Life, liberty and pursuit of happiness are fundamental rights. (At least I think they still are. I haven’t yet read the Rump’s latest overnight twitter meltdowns.) However, according to a Bush appointed judge, [Stephen Murphy III] literacy, the ability to read and write, is not!
What the hell happened to the country I grew up in?
A bit of background to bring you up to speed on this atrocity:
The judge’s ruling came in response to a lawsuit filed by Public Counsel, a public interest law firm. The suit, filed on behalf of students in Detroit, sought remedies from various Michigan officials, including the governor, for failures that inhibited the students’ ability to learn to read and write.
Among other things, the suit called for school repairs and a system-wide reform of instruction. The Detroit Public Schools Community district said it would cost $500,000,000 to accomplish that. That seems like a lot of money until you break it down. There are about 44400 students, currently in school, which would put the price tag about $11,260 per student. But, that’s just the number of current students. When you factor in the thousands and thousands of future students that would benefit, the cost per student goes way down.
The state’s argument was that there is no fundamental right when it comes to literacy. And, besides, officials are “all too familiar with illiteracy’s far-reaching effects.” (“Familiar” with a massive problem, is a hell of a long way from “doing something” about that massive problem.) Besides, it’s not really a problem they can solve. According to them,
Widespread illiteracy has hampered the City’s efforts to connect Detroiters with good-paying jobs; to fill vacancies on its police force, and to grow its tax base. Illiteracy, moreover, has greatly exacerbated the effects of intergenerational poverty in Detroit.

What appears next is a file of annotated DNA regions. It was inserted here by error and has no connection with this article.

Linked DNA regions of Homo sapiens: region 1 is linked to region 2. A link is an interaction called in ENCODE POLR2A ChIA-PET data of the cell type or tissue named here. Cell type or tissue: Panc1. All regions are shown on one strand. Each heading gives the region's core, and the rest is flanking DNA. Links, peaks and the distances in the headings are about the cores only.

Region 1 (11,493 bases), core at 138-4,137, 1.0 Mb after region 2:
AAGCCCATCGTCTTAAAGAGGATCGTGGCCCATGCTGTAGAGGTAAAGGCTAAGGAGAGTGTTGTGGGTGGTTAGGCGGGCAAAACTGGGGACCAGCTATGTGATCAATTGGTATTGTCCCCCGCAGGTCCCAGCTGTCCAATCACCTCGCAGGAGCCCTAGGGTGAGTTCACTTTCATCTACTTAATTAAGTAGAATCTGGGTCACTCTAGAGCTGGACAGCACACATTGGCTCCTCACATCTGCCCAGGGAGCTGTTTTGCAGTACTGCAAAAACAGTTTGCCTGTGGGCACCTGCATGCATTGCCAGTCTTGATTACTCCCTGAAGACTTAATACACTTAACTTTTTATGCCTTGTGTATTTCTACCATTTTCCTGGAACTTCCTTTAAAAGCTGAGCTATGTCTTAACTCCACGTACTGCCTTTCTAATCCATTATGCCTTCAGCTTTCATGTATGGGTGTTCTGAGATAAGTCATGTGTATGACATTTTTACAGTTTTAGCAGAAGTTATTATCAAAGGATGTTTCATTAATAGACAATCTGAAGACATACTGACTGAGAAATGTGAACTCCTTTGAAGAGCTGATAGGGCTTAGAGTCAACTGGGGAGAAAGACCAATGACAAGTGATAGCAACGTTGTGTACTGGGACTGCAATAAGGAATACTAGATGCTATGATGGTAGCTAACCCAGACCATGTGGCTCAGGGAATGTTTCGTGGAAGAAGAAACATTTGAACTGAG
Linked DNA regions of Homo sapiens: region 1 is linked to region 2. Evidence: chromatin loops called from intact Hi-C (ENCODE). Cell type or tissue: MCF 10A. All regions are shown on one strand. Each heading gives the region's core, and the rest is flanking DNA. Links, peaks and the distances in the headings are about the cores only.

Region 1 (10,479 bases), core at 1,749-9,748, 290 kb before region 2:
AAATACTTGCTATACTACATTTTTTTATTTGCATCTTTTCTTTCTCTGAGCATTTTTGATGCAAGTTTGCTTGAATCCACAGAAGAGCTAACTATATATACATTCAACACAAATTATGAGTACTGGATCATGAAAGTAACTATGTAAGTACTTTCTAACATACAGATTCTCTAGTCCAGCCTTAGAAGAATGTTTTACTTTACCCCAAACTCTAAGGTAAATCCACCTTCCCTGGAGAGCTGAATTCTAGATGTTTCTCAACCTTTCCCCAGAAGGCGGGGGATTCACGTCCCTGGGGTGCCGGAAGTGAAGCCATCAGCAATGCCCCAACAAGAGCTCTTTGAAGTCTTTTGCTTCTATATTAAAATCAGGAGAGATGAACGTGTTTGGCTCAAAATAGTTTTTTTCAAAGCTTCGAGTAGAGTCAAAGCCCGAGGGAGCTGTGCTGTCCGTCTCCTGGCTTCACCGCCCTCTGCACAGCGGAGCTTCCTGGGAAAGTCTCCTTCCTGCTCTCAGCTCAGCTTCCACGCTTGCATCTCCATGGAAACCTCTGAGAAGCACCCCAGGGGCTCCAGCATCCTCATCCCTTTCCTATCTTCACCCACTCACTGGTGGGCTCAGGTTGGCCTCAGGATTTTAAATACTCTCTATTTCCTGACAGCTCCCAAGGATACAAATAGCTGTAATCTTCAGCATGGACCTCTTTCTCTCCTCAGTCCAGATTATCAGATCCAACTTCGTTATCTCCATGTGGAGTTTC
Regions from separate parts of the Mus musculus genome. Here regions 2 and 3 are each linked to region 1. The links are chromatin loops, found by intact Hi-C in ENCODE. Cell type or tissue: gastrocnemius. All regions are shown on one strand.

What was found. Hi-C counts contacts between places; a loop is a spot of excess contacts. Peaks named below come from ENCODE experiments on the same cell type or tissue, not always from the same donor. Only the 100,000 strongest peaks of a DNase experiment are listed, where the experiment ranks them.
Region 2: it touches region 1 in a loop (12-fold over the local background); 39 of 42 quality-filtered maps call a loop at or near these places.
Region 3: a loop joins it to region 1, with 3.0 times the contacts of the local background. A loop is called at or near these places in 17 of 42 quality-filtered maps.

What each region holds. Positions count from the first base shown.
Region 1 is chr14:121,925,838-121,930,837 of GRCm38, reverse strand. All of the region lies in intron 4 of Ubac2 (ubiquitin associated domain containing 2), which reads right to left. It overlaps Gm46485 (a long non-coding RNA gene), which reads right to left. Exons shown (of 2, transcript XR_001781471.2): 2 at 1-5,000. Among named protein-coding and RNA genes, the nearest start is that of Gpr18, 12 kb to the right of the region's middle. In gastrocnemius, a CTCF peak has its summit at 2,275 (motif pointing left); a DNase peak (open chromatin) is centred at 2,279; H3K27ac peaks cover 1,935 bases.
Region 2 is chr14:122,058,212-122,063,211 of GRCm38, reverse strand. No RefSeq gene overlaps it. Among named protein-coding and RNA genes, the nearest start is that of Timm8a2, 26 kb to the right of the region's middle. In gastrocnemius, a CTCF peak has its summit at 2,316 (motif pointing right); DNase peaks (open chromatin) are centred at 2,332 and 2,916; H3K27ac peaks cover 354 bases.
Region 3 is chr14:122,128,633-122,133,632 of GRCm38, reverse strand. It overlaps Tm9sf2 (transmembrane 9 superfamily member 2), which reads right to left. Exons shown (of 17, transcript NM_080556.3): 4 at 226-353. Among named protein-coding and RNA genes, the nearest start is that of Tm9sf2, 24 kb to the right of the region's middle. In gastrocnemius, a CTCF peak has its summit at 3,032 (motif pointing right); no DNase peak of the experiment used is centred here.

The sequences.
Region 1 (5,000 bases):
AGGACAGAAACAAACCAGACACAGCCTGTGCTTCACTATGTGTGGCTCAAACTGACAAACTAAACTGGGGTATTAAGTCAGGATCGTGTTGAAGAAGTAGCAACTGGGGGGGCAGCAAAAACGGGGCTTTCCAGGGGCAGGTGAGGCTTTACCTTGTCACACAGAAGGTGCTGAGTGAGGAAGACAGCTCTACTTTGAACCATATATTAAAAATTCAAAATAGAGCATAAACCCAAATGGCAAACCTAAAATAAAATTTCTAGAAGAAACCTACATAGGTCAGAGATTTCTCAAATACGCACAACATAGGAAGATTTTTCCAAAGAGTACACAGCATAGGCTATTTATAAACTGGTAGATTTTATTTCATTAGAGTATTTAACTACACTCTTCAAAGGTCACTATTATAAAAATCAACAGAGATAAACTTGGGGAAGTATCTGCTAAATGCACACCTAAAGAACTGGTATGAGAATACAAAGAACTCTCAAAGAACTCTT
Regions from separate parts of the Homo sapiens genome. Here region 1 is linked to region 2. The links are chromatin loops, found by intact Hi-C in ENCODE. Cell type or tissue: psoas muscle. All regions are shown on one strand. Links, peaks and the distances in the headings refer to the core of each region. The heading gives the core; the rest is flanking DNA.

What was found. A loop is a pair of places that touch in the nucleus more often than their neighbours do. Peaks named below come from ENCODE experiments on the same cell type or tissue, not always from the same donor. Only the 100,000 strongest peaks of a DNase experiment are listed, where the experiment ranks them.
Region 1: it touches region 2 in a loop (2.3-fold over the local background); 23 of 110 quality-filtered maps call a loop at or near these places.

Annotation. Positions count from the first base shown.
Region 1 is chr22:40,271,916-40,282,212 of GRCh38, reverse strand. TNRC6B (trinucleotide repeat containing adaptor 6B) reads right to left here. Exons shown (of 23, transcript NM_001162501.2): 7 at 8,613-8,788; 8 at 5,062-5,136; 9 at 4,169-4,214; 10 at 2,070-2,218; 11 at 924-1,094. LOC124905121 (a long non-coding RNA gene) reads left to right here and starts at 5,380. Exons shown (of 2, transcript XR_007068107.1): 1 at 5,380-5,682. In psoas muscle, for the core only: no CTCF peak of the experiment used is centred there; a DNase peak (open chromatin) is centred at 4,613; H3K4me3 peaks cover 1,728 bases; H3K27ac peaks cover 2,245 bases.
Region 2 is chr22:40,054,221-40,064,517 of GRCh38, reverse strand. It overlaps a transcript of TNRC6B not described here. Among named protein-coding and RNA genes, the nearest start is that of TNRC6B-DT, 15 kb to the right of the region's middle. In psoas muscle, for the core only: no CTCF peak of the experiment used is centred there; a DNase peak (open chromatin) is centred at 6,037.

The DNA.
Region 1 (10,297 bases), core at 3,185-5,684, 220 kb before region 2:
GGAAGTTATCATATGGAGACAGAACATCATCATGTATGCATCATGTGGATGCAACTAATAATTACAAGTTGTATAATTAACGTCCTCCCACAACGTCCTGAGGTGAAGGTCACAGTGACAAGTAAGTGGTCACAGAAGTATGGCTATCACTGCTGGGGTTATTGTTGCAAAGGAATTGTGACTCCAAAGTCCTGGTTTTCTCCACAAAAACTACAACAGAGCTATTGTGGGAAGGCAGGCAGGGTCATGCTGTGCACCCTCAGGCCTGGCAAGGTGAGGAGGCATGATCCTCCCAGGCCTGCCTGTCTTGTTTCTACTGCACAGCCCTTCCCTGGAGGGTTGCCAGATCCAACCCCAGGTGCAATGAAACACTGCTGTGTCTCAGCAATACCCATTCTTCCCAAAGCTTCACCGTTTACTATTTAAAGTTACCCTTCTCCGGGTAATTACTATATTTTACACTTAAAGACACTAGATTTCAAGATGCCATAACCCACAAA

How’s that for circular reasoning. They have lots of illiterate poor people, so they can’t fill good paying jobs that would solve the poverty problem and result in higher tax revenue that would alleviate the literacy problem. So, poverty and illiteracy is passed down generation to generation.
In his ruling on the case, the judge paid lip service to the problem, that was mostly equivalent to “thoughts and prayers.” (Well, he is a Republican.)
Plainly, literacy — and the opportunity to obtain it — is of incalculable importance. As plaintiffs point out, voting, participating meaningfully in civic life, and accessing justice require some measure of literacy. But those points do not necessarily make access to literacy a fundamental right.
He went on to say that SCOTUS has ruled that just because a service is good, “does not determine whether it must be regarded as fundamental.”
So, the status quo remains in Detroit, and potentially a lot of other places. And, particularly in Detroit, that is NOT a good thing. The dumbing of ‘Murica proceeds apace, subjecting some areas to a continuing cycle of poverty and illiteracy. ( Regressives have to get their votes some place!)
p.s.: If my ramblings don’t revolt you, check out my FaceBook page (“Grouchy’s Grumbles”) you might just enjoy it. Better yet, you might “like” it. I’d love it if you did. It’s free (and worth every cent) and almost completely painless (other than the usual bad jokes).
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